· Not understanding the genre of your work.
· Presenting your query unprofessionally; colour fonts, script font, ALLCAPS, etc.
· Sending mass generic queries and especially when you include the email chain/forwarding history in the email.
· Comparing your book to Twilight, Fifty Shades, Harry Potter, The Davinci Code and other Bestsellers.
· Rambling on about yourself.
· Rambling on in general.
· Including too much in your blurb.
· Failing to hook in your blurb.
· Including things not requested. Copy of your manuscript, marketing plans, cover designs.
· Selling yourself short. "My writing may not be the best but I'm willing to put in the work."
Just don't put yourself down.
It's not professional. Besides, if you tell them your work isn't that great they'll assume you're telling the truth...
· I'm sad that this needs to be said but I keep seeing agent/editor tweets about this. Arrogance/boasting. This includes telling an agent/editor (who receive hundreds of queries each month) how privileged they are to have the chance to represent/publish you. How your book is going to be a bestseller, how much your family like it, how much someone you paid likes it, etc. Presenting a polished professional query and polished outstanding manuscript pages is the only way to impress an agent/editor.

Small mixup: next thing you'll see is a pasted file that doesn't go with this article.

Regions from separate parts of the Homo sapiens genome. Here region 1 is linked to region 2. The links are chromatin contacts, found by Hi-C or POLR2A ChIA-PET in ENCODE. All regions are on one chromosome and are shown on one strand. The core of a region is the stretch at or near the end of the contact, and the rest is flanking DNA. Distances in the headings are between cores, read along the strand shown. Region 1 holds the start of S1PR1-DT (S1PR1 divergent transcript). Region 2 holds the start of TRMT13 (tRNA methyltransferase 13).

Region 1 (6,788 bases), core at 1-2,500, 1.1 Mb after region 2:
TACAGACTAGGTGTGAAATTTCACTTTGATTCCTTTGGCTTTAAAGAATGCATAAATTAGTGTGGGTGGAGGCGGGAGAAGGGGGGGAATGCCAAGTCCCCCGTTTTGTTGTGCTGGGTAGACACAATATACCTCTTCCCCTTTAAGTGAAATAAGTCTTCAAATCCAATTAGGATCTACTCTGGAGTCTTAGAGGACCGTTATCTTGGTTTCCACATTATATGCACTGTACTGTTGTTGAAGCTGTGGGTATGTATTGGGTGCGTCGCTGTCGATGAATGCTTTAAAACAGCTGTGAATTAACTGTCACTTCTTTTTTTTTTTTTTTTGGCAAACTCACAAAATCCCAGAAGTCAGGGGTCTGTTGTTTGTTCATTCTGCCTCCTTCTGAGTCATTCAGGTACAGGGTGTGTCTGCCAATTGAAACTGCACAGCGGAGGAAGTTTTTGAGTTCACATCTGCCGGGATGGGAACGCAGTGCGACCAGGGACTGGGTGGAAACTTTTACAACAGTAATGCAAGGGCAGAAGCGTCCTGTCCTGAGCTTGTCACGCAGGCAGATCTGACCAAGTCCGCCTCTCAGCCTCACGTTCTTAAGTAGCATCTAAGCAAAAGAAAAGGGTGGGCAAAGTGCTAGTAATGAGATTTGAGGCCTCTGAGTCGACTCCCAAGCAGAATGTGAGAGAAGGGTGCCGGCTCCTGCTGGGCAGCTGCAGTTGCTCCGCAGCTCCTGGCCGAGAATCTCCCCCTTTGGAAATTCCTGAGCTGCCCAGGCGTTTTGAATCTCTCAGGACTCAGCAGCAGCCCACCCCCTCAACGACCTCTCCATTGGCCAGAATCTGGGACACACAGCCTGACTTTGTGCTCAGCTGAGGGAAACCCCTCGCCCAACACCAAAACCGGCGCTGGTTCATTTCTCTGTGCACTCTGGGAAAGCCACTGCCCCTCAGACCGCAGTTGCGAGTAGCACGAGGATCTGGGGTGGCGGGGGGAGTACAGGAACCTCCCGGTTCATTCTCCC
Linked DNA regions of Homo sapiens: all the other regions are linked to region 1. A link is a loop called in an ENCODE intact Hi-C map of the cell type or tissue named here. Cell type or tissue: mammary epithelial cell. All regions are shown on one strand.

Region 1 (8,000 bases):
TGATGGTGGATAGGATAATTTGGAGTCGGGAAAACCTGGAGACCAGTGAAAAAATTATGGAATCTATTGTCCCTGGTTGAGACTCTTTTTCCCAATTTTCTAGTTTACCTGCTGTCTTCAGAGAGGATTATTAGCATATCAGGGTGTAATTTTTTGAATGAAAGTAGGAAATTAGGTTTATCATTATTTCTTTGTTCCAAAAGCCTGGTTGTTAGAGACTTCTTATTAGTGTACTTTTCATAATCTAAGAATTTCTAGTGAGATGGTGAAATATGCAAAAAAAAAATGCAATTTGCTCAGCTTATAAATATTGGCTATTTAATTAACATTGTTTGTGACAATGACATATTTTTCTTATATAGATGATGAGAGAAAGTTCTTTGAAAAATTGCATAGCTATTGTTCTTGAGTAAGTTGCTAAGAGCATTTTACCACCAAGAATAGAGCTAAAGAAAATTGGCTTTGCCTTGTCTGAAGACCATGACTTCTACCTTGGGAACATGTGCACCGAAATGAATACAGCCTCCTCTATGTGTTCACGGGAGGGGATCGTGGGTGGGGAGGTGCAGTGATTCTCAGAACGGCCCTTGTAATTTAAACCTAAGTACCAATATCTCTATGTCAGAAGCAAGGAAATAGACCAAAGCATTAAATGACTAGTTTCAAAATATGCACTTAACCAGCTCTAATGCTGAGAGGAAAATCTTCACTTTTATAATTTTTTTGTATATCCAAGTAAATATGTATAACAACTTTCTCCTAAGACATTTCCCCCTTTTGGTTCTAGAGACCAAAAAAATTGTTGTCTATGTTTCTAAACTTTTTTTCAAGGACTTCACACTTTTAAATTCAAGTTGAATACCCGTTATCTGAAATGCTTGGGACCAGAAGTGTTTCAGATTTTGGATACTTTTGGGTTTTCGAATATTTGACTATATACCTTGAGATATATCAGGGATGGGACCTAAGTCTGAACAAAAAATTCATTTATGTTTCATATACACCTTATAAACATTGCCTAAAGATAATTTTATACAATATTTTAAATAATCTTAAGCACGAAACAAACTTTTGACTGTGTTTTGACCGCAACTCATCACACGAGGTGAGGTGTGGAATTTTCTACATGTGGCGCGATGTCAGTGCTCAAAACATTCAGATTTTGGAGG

My final tips
Improve your chances.
· Research the people you query. Learn their preferences and personalise!
· Query in rounds so you have a chance to improve your query/pages after feedback.
· Take feedback graciously and apply it.
· Get someone who knows queries to critique your query letter.
· Never send an angry response to a rejection—no matter what.
· Get someone to proofread your query.
· Give your manuscript time to "breathe" before you send it out. You'll be surprised at how much you can improve it with fresh eyes.
· If in doubt, less is more. No one ever got rejected for being too professional. Even if the agent/editor would have liked to learn more about you, they won't reject a stellar query and awesome writing because you decided not to tell them about your collection of cat figurines.
Query Letter Resources
Does this help? Let me know if you have any more questions!